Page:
A Narrow Escape on the Indus River

Daily Diodorus
Vol. VIII. Book XVII Ch. 97 (Loeb Classical Library)
Read the other posts in this series here

The Headlines
Macedonian Fleet Wrecked at Confluence of Hydaspes, Acesines and Indus Rivers
Alexander Narrowly Escapes Being Drowned
Two Ships Destroyed, Others Damaged

The Story
At the start of Chapter 97, Diodorus says that (after pardoning the Agalesseians), Alexander continued his journey down river until he reached ‘the confluence of the rivers named above with the Indus’.

The rivers to which Diodorus is referring are the Hydaspes and Acesines. If you have read yesterday’s post you will know about the confusing way in which he writes about the waterways of this region.

Based upon what Diodorus and the Footnotes say, my current picture of the rivers is that the Sandabal becomes the Acesines where it meets the Hyarotis and Hydaspes. The Hyarotis ends here but the Hydaspes splits away from the Acesines and runs alongside it until (?) they meet the Indus River further on. This picture may or may not be accurate.

Fortunately, it doesn’t really matter. What does is that – according to Diodorus – the three rivers ran so quickly, they created fiercely eddying waters at the confluence. These drew Alexander’s fleet into them, causing the ships to ‘collide with each other, [causing] great damage’. Two ships sank. Some of the others did manage to escape the eddying water only to run aground.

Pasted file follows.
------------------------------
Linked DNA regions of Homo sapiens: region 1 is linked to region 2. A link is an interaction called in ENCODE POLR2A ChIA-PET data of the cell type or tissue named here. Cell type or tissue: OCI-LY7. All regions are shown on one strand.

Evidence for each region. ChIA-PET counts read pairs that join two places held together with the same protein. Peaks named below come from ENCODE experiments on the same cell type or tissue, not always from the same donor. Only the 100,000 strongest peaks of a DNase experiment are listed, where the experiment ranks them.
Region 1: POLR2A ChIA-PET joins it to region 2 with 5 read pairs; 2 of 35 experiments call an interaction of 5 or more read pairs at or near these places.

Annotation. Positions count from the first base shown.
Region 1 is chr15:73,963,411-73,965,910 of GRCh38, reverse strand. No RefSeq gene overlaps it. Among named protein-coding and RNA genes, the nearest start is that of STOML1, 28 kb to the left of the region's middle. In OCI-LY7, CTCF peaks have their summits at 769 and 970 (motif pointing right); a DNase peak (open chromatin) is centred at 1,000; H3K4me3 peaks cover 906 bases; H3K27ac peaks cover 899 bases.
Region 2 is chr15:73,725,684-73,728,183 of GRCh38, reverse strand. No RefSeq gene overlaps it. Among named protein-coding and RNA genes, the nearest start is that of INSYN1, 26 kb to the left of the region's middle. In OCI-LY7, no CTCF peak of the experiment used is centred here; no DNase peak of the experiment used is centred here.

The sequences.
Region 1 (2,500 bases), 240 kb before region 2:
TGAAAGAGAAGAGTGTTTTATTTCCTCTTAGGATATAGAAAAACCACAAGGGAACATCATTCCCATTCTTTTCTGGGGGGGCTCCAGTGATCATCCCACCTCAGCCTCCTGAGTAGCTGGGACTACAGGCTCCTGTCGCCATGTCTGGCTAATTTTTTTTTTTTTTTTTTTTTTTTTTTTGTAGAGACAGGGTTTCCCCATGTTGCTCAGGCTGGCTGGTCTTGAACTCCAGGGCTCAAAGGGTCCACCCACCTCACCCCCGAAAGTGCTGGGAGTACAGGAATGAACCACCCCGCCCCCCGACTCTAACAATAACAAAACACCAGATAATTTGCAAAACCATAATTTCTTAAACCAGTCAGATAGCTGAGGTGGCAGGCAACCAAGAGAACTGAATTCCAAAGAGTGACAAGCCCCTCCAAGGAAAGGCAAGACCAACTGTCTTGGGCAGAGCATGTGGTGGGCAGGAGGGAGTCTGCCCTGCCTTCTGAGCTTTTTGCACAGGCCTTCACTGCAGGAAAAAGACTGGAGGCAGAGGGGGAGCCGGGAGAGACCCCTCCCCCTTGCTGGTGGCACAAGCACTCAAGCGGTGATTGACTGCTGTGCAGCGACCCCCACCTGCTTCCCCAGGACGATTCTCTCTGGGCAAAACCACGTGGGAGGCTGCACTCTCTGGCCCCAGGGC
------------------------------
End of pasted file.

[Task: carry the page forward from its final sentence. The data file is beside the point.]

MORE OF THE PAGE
Meanwhile, Alexander’s ship was drawn into ‘a great cataract’ (i.e. a rapid). ‘With death staring him in the face’ the king tore off his clothing and jumped into the river. The Footnotes refer to Plutarch’s assertion that Alexander could not swim. If that was so, he was fortunate indeed to be able to make it to the shore. Did he hold on to a piece of debris? Perhaps someone rescued him – Diodorus does say that his ‘Friends swam with him, concerned to help the king to safety’.

Back on Alexander’s ship, the crew tried desperately to save the vessel ‘but the water was superior to all human skill and power’. The translation suggests that despite this, the ‘ships with [Alexander]’ reached safety. The Footnotes say, however, that the manuscript may have mistaken the word ‘ships’ for ‘young men’ or, simply, ‘swimmers’.

On the banks of the confluence, Alexander sacrificed to the gods for delivering him from danger. As he did so, he reflected that ‘like Achilles, [he] had done battle with a river’.

For the record, Diodorus doesn’t say whether Alexander reached the confluence with the Indus River by sailing down the Acesines or Hydaspes. I would assume it was the former as that is the way he had come up until now.

I don’t know what it is like in the rest of the world, but here in the UK football managers will always try to find a positive from a game even when their side loses 4-0. I think it is safe to say that by comparing his escape from the cataract to Achilles’ fight against the river god Alexander committed a fine example of a football manager positive.

Shall I go sailing or shall I stay alive? Hmmm


Categories: Diodorus Siculus | Tags: , , , | Leave a comment

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